Adding to the film’s over-the-top formula, Railsback shows his knack for playing disturbed or unhinged characters, and he has good chemistry with Firth when they become an investigative team for most of the second half, but his romantic and extrasensory link to the alien vampire girl (the absolutely stunning May, who is seen mostly in the nude whether she's in a state of rest, walking about or sucking face with her male victims) grants the film some of its more a strange and distinctive ideas. Fans of older British horror films will recognize a number of familiar faces including Aubrey Morris (BLOOD FROM THE MUMMY’S TOMB, THE WICKER MAN) as the scowling parliament member Sir Percy Heseltine, John Forbes-Robertson (THE VAMPIRE LOVERS, THE LEGEND OF THE SEVEN GOLDEN VAMPIRES) as a minister, and Nicholas Ball (from the unforgettable “Hammer House of Horror” episode, “The House That Bled to Death”) and Carl Rigg (THE OBLONG BOX, CRY OF THE BANSHEE) as members of the doomed Churchill crew. Two years before his groundbreaking role as Captain Picard on “Star Trek: The Next Generation”, Patrick Stewart (EXCALIBUR) has a key supportive role as Dr. Armstrong and Mick’s younger brother Chris Jagger (Peter Walker’s HOME BEFORE MIDINIGHT) is one of the two male alien vampires.
LIFEFORCE is the perfect candidate for Scream Factory’s line of Blu-rays and DVDs, as it was initially released on DVD by MGM back in 1998 in a non-anamorphic transfer which was never upgraded in several subsequent re-releases. Representing the uncut 116-minute British version (as the original MGM DVD had), the new transfer and its color correction were supervised by Hooper himself, and the results are spectacular. The High Definition transfer is AVC encoded and 1080p, presenting the film in its original 2.35:1 aspect ratio. The well saturated, consistent colors are noticeably improved over the previous DVD transfer (with one particular red gel-lighted scene finally looking the way it should), but then so is everything else about it. Fleshtones look natural, contrasts are excellent, and the image is sharp and very detailed, with the film’s ultra cinematic appearance shining through for the entire running time. Black levels are rendered nicely, and there are no blemishes to be found on the transfer source, and grain is minimal, even when optical effects are on screen. The audio comes in both DTS-HD Master Audio 5.1 and 2.0 tracks, with the 5.1 track especially being dynamic range, with special effects and music suitably robust and dialog being clear. English SDH subtitles are included. The DVD portion also features the same HD transfer in standard definition (2.35:1 anamorphic widescreen), but Scream Factory has also included (on the Blu-ray disc only) the short-running American version (1:41:17) which is in 1080p and on par with the video and audio quality of the longer cut. Representing what Tri-Star released theatrically in the U.S., this version is not only shorter, but it has a re-edited title sequence and replacement music cues by Michael Kamen (THE DEAD ZONE) among other changes. It’s great to have it for completeness and collectability, and to see what U.S. theatergoers (such as myself) experienced back in ’85.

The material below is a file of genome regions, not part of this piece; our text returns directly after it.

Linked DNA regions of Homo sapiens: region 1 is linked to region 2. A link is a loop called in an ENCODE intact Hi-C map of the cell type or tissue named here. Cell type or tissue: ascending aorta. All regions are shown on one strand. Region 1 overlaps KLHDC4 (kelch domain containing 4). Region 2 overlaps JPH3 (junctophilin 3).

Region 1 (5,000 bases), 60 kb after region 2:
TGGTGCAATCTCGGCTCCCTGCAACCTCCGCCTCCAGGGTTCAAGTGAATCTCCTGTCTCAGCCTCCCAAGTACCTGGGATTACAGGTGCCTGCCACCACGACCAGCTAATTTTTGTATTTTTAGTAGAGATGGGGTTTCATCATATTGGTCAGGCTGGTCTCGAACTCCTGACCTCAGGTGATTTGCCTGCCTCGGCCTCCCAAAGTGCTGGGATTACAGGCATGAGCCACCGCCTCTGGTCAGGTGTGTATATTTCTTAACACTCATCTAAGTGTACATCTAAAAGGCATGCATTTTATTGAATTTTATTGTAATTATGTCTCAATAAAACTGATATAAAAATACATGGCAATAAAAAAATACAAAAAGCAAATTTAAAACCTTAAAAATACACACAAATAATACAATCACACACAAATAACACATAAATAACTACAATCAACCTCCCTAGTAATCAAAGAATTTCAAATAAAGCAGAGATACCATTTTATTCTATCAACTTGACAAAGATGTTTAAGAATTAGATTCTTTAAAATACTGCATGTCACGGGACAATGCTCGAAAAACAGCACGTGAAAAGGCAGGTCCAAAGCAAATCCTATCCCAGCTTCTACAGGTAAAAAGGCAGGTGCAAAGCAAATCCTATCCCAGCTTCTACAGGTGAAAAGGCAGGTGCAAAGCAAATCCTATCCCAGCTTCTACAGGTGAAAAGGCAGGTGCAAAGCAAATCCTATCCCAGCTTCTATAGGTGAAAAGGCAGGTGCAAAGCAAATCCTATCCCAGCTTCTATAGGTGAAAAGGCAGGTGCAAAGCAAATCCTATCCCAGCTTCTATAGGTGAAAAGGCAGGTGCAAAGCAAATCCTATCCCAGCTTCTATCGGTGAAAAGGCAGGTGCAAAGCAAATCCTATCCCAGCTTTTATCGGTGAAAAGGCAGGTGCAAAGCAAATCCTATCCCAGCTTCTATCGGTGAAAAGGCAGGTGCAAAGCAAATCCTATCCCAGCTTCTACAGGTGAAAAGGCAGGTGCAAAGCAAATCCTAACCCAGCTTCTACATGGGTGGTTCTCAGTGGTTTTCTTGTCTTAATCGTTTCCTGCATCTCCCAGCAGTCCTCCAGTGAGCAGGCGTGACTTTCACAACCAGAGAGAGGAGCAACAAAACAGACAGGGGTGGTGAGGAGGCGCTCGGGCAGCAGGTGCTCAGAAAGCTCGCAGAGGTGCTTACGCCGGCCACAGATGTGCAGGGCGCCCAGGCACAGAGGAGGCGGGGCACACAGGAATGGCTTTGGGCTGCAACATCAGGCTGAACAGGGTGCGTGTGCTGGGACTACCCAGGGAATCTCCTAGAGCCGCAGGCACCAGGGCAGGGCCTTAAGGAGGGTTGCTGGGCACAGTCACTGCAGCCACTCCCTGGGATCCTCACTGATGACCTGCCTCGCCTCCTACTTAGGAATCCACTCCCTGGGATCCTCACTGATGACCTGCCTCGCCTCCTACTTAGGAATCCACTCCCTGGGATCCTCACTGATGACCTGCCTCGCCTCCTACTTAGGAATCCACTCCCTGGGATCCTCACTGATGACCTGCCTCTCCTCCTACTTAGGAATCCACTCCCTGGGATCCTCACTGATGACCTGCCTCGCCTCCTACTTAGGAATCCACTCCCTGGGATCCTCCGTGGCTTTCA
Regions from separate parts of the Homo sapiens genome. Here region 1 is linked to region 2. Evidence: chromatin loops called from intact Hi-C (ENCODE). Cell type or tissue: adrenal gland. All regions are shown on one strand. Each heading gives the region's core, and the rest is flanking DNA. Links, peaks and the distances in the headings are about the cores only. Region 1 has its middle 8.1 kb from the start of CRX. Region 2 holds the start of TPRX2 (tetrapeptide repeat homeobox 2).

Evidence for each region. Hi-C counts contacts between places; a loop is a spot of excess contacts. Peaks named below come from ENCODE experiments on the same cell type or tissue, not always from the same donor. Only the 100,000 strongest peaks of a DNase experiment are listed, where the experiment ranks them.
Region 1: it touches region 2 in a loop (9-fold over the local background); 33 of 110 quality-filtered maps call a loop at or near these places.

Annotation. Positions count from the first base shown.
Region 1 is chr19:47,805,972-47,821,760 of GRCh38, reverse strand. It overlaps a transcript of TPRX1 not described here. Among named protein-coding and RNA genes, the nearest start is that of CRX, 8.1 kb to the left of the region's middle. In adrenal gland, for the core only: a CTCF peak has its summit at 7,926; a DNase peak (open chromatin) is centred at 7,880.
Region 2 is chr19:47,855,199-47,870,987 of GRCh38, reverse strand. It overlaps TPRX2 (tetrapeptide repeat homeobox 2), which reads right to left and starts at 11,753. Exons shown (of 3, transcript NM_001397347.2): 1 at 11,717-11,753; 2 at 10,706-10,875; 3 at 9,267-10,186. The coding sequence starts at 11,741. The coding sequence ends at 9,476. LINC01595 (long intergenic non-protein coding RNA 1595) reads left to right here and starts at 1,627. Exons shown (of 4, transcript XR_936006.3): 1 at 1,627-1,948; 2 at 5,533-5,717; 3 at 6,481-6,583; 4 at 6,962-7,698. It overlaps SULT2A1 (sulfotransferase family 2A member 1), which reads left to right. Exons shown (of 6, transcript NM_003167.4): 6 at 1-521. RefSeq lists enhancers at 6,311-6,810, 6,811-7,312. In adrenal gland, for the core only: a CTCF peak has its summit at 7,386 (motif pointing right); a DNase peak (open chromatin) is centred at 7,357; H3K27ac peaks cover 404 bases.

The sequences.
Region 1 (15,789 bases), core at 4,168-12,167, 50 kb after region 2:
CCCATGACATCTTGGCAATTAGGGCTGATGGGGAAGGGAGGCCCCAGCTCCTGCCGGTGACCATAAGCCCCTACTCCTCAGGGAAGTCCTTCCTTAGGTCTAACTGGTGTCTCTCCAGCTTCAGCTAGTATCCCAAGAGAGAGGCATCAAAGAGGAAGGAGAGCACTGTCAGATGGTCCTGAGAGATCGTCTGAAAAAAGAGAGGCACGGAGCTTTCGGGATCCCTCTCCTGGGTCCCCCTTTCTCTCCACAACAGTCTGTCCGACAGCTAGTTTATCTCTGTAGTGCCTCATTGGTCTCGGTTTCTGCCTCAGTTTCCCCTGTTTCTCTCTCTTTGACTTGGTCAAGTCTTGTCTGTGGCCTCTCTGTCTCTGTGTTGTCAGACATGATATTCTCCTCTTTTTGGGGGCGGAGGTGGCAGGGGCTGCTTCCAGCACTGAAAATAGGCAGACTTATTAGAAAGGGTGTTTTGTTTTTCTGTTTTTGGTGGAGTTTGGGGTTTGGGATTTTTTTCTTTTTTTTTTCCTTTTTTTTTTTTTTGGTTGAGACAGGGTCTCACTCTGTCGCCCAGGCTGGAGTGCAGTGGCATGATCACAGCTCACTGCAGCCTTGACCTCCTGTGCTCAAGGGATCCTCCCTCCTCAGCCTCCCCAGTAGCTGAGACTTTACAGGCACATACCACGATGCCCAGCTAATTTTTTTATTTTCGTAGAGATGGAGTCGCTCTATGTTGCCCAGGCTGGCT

The supplements (all of which are included on both the Blu-ray and DVD) include two energetic audio commentaries. The first one is with director Hooper, moderated by Tim Sullivan, which covers a number of subjects including the film’s long shoot, what it was like filming it in London (including the historic Elstree sound stages and backlot), what the actors were like (as well as mention of names considered for the film that didn’t appear in it, including Billy Idol, who he wanted for one of the male vampires) and how they reacted to the material and some of the secrets behind the elaborate special effects. The second commentary has make-up/effects designer Nick Maley and is moderated by Michael Felsher. Maley details most of the effects in the film that he was responsible for (which is largely the extensive animatronics that were utilized), describing the technique as they appear on screen, and also talks about his career in general and his mentor, the late great Stuart Freeborn, who he worked on THE EMPIRE STRIKES BACK with (among other films), where the two collaborated on the creation of “Yoda”.
There are also three featurettes, all produced by Felsher and Red Shirt Pictures. The first is "Space Vampires in London with Tobe Hooper" (9:58), which begins with the director discussing the original title (“Space Vampires”) and why it was changed before release. He describes the film as easy to get off the ground due to Cannon’s showman-like nature, and that he was able to go back to his roots by making a "70mm Hammer Film" and that he was able to say a lot on screen with the larger budget he was allotted. "Carlsen’s Curse with Steve Railsback" (7:07) has the actor talking about how he was only offered “killer” roles after portraying Charles Manson in HELTER SKELTER, and that he first met Hooper on the set of that TV movie (it featured TEXAS CHAINSAW star Marilyn Burns). Railsback had a great time, extremely admiring the cast and crew, and he’s pleased to see the respect the film deserves today. The last and longest featurette, "Dangerous Beauty with Mathilda May" (15:15) features the actress describing her initial reluctance of doing the called-for nude scenes, and that she wasn’t originally intending on being an actress when she auditioned (she was a ballerina dancer). She goes on to tell that being French, she didn’t speak English at the time (she learned her few lines phonetically), and she describes the director as shy but very classy and nice, and details a memorable scene (shot on her birthday) where she was covered in latex appliances and fake blood for hours. The vintage “making of” film (actually, shot on videotape) runs over 21 minutes and reportedly was shown on HBO around the time of the film’s release. It includes on-the-set interviews (with the likes of Hooper, Firth, Finlay, Railsback, Dykstra and Maley), but it really gives a unique glimpse of how some of the more memorable effects were achieved, followed by the results and how they are seen in the final film. Rounding out the extras are a TV spot, two different U.S. theatrical trailers (one a short teaser, the other a longer Red Band nudity-friendly trailer) and a photo gallery (featuring stills, behind-the-scenes shots and poster art from around the world). As with many of these Scream Factory releases, the cover is reversible, and this is a an all-around spectacular edition of a title that's been waiting SE treatment for what seems like ages! (George R. Reis)